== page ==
Rochelle - Before and After
1. Can you share some of your addiction story?
I started using drugs at 13 to escape my pain, a pain I had no idea how to explain. My parents divorced shortly after my 7-year-old brother passed away from cancer. He had been the glue that held my family together. My father struggled with an addiction and my mom had become an alcoholic. I was lost, confused and angry. I didn’t have the ability to understand the grief of losing my brother and my mother, after she left.
I was raised In an Apostolic church and knew God. I had a strong Godly Uncle and Grandparents, but I was angry at the world. Instead of seeking love and acceptance, I chose to act out and get lost in a fast spiral of destruction. Everyone had tried to help me cope and change the path I was taking but I had lost hope and no longer cared what happened to me. I would run away for days; I was out of control.
I was emancipated when I was 15 and became pregnant at the age of 16. After I had my baby, I was still using here and there but I had calmed down. Then I met a man and my life changed. I had access to whatever drug I wanted, and my life quickly turned into a double life.
To those around me I had a family, a home, and a husband, a life that seemed like it was going well.
Behind closed doors, there was emotional and physical abuse, lies and deception. My addiction spiraled out of control. I sold drugs and used more, which resulted in my arrest. I was five months pregnant with my third child and only 21 years old. Grief and pain consumed my life.
I lost my kids, and my addiction ruled my life.
I was sentenced to ten years in prison, but I modified out after 15 months. My kids were in Mexico with their grandparents, and once again, I was lost and grieving.
I went back into my addiction within two months. When they say you pick up right where you left off—that was true for me. Seven months later, I was on my way back to prison with a seven-year sentence and was three months pregnant.
I was never offered a treatment program outside of prison.
I gave birth to my son at Indiana Woman’s Prison. They had an 18-month program for moms with wee ones, but since I had a seven-year sentence, I gave temporary custody to a family member. I didn’t want him to go into the system.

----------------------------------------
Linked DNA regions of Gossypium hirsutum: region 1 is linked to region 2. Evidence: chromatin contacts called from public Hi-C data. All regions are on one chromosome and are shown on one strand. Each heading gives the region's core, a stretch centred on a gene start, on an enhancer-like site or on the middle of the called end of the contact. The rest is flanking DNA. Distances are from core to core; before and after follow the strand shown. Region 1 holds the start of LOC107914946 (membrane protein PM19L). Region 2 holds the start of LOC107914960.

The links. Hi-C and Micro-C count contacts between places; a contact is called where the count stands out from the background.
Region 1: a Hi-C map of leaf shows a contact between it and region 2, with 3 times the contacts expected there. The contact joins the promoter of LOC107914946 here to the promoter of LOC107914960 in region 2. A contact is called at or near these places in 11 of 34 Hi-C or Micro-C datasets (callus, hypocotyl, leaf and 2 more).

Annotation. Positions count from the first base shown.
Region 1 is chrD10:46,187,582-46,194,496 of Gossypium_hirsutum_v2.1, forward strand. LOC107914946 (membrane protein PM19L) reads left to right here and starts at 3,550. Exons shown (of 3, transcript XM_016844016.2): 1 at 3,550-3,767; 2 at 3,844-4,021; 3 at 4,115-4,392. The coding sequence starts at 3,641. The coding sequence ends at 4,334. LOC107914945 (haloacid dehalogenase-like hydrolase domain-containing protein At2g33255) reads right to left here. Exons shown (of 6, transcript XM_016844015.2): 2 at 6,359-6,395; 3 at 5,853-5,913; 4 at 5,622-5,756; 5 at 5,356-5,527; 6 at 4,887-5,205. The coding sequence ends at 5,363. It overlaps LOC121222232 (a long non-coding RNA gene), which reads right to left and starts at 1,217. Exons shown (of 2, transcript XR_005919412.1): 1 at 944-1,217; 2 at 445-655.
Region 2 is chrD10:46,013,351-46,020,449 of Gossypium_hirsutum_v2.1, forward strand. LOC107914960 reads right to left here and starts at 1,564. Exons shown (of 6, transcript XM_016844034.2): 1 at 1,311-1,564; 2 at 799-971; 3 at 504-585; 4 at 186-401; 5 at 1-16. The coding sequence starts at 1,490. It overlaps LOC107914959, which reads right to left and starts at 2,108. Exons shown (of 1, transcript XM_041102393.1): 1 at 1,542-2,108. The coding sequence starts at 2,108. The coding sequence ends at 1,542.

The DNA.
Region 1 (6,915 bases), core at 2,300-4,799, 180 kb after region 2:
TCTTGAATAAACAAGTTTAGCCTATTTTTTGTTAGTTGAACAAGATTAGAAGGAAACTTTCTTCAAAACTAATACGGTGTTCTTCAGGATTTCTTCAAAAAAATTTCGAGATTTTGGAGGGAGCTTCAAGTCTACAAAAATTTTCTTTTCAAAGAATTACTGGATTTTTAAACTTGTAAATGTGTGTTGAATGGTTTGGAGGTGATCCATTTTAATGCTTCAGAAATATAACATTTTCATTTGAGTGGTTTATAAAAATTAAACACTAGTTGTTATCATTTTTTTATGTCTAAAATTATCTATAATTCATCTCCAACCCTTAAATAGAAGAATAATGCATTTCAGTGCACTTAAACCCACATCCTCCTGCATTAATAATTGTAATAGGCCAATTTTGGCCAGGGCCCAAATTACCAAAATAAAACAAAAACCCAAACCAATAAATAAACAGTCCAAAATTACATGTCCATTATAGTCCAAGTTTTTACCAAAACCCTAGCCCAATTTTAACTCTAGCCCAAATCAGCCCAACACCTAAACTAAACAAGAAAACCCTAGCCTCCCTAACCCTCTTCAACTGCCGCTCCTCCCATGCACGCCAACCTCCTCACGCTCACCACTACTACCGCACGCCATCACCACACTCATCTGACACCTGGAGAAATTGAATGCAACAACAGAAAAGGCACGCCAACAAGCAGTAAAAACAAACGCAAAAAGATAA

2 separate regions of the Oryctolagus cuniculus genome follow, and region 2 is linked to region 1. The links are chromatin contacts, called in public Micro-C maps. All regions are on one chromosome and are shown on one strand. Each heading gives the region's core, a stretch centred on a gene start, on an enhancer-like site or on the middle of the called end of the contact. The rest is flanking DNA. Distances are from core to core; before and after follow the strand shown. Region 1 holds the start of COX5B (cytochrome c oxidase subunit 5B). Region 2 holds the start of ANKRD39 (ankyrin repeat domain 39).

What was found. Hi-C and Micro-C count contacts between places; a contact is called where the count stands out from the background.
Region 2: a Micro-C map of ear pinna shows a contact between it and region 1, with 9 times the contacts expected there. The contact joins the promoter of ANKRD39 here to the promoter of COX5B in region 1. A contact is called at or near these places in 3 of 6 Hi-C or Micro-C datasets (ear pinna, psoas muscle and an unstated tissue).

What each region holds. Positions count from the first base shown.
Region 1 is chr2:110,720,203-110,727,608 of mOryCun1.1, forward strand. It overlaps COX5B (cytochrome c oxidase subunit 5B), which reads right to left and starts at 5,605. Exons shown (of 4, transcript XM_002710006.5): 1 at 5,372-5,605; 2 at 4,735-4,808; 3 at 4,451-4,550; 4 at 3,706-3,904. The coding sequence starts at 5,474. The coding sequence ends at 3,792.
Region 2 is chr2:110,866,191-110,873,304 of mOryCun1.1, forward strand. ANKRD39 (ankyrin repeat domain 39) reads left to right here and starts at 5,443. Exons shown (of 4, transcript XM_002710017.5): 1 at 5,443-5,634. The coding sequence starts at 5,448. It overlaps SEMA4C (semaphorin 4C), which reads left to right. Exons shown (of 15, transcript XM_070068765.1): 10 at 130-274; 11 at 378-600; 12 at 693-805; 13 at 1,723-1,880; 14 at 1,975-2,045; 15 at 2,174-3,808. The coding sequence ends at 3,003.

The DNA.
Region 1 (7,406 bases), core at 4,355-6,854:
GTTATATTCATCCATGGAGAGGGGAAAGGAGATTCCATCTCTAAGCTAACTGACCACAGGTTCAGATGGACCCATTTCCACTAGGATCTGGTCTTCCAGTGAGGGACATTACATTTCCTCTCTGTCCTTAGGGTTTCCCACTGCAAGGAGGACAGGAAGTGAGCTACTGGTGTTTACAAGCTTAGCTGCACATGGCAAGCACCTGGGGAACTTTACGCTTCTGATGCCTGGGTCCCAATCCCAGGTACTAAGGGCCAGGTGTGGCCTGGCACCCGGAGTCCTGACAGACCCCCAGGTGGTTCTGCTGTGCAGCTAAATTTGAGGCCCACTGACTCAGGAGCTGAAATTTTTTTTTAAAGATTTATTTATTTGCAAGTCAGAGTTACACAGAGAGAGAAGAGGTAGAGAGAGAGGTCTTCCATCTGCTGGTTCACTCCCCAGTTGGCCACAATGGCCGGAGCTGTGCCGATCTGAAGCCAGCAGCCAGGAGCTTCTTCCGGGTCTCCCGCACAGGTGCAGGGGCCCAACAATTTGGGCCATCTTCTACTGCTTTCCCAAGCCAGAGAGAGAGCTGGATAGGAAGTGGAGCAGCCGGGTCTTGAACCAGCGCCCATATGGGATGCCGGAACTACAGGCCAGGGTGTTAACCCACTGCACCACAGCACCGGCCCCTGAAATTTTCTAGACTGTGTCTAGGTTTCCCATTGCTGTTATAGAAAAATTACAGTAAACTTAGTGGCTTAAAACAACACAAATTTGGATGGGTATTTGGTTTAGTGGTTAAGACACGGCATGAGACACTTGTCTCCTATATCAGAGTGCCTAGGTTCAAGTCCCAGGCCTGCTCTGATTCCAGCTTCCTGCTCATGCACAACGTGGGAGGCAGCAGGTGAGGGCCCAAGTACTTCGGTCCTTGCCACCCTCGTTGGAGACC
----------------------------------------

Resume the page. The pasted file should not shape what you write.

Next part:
I was released from prison when my son was 19 months old. Ashamed and full of guilt, I did not know how to be his mother when he had already been so attached to the only mother he knew. I didn’t feel like I was good enough to be his mom. I struggled with the thought of how I could be a mother to him when my other kids did not have a mother. Negative self-talk and the need to escape my pain led me right back into addiction and an abusive relationship.
I got pregnant shortly after with my daughter. I went into labor at 25 weeks (about 5 and a half months). Two days later, I finally got to a phone to get to the hospital. It was too late for them to stop my labor. She lived for 15 minutes. Again, I had failed and no longer wanted to live. I put myself into dangerous situations, and my life no longer mattered to me. I was selling drugs to feed my habit, which resulted in my arrest again and sentenced to 37 months in federal prison.
Upon my release, I went into work release, got a job and did well until I returned into the same abusive relationship. I didn’t know my worth. I felt alone and made a horrible decision. He was actively using, and I thought I was strong enough that I would not fall back. I was wrong. I was right back where I left off.
I had experienced two close people passing away, my dad and brother went to prison, and I felt hopeless. I didn’t know how to get out of the relationship I was in. My addiction got worse, and I had a new addiction on top of Meth.
I was addicted to downers. I’d get sick, unable to function. It was by far the worst of my addiction. I isolated myself completely from my family and my kids. I was ashamed of who I was and where I had allowed myself to end up. I suffered a neck fracture from my abusive friend, and went through ACDF surgery, but afterward, I returned to the abuse.
Finally, he was arrested, and I was able to break free, which left me homeless and alone and nothing to turn to but to continue the lifestyle of addiction and surviving the only way I knew how. I quickly got married and felt a sense of security.
I was finally in a different chapter, but we were both in addiction and not doing well. We had our ups and down and crazy lifestyle.
True change began when we were arrested. I know prison and jail are not always the answers but this time I knew it was my last. I did every class and every program in the county jail and when I got to prison, I went through the RWI program while my husband went to work release, got a job, and remained sober.
I was able to get a Job at Televerde, which is a Second Chance program in the prison for woman. I learned skills, took college classes, and finally found my worth, learned what my morals and values are and became the woman I had promised my family I would be. I was able to continue my employment when I was released. I still have that job and have been substance-free and in recovery since April 12, 2019. Change is possible, and we do recover!